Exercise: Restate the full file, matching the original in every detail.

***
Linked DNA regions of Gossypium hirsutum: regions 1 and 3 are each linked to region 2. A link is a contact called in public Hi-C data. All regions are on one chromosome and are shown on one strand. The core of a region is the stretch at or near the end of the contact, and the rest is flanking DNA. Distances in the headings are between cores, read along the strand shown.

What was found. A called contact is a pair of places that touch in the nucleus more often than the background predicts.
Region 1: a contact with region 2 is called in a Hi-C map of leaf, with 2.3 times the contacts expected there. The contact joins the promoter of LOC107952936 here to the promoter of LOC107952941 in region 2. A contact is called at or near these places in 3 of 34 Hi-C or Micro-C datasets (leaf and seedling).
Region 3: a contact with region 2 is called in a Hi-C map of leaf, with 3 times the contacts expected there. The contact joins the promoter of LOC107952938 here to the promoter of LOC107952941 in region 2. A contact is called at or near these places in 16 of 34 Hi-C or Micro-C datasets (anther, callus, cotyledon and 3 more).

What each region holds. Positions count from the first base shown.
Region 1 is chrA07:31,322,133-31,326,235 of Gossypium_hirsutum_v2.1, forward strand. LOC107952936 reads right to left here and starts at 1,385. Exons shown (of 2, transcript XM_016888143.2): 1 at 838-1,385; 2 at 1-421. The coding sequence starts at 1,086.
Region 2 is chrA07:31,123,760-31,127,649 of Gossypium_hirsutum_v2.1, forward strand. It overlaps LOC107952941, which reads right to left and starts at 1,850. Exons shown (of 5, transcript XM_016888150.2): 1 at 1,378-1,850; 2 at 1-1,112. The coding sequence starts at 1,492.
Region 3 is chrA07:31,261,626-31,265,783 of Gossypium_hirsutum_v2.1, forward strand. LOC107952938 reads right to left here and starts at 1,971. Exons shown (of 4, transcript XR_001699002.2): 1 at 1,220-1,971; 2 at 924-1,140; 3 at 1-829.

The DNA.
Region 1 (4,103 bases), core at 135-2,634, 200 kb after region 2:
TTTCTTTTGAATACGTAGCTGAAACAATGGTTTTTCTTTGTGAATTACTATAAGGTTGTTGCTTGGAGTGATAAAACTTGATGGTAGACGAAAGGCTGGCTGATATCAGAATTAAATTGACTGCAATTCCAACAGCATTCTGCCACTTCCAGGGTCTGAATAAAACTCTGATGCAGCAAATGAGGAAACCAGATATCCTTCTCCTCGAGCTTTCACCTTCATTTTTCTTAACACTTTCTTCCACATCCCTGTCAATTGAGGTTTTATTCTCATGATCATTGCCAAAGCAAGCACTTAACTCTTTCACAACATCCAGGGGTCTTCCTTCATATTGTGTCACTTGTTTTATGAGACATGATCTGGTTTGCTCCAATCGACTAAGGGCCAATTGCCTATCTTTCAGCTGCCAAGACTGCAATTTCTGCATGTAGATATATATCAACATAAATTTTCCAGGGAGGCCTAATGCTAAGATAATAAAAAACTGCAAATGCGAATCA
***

Linked DNA regions of Gossypium hirsutum: regions 1 and 3 are each linked to region 2. A link is a contact called in public Hi-C data. All regions are on one chromosome and are shown on one strand. The core of a region is the stretch at or near the end of the contact, and the rest is flanking DNA. Distances in the headings are between cores, read along the strand shown.

What was found. A called contact is a pair of places that touch in the nucleus more often than the background predicts.
Region 1: a contact with region 2 is called in a Hi-C map of leaf, with 2.3 times the contacts expected there. The contact joins the promoter of LOC107952936 here to the promoter of LOC107952941 in region 2. A contact is called at or near these places in 3 of 34 Hi-C or Micro-C datasets (leaf and seedling).
Region 3: a contact with region 2 is called in a Hi-C map of leaf, with 3 times the contacts expected there. The contact joins the promoter of LOC107952938 here to the promoter of LOC107952941 in region 2. A contact is called at or near these places in 16 of 34 Hi-C or Micro-C datasets (anther, callus, cotyledon and 3 more).

What each region holds. Positions count from the first base shown.
Region 1 is chrA07:31,322,133-31,326,235 of Gossypium_hirsutum_v2.1, forward strand. LOC107952936 reads right to left here and starts at 1,385. Exons shown (of 2, transcript XM_016888143.2): 1 at 838-1,385; 2 at 1-421. The coding sequence starts at 1,086.
Region 2 is chrA07:31,123,760-31,127,649 of Gossypium_hirsutum_v2.1, forward strand. It overlaps LOC107952941, which reads right to left and starts at 1,850. Exons shown (of 5, transcript XM_016888150.2): 1 at 1,378-1,850; 2 at 1-1,112. The coding sequence starts at 1,492.
Region 3 is chrA07:31,261,626-31,265,783 of Gossypium_hirsutum_v2.1, forward strand. LOC107952938 reads right to left here and starts at 1,971. Exons shown (of 4, transcript XR_001699002.2): 1 at 1,220-1,971; 2 at 924-1,140; 3 at 1-829.

The DNA.
Region 1 (4,103 bases), core at 135-2,634, 200 kb after region 2:
TTTCTTTTGAATACGTAGCTGAAACAATGGTTTTTCTTTGTGAATTACTATAAGGTTGTTGCTTGGAGTGATAAAACTTGATGGTAGACGAAAGGCTGGCTGATATCAGAATTAAATTGACTGCAATTCCAACAGCATTCTGCCACTTCCAGGGTCTGAATAAAACTCTGATGCAGCAAATGAGGAAACCAGATATCCTTCTCCTCGAGCTTTCACCTTCATTTTTCTTAACACTTTCTTCCACATCCCTGTCAATTGAGGTTTTATTCTCATGATCATTGCCAAAGCAAGCACTTAACTCTTTCACAACATCCAGGGGTCTTCCTTCATATTGTGTCACTTGTTTTATGAGACATGATCTGGTTTGCTCCAATCGACTAAGGGCCAATTGCCTATCTTTCAGCTGCCAAGACTGCAATTTCTGCATGTAGATATATATCAACATAAATTTTCCAGGGAGGCCTAATGCTAAGATAATAAAAAACTGCAAATGCGAATCA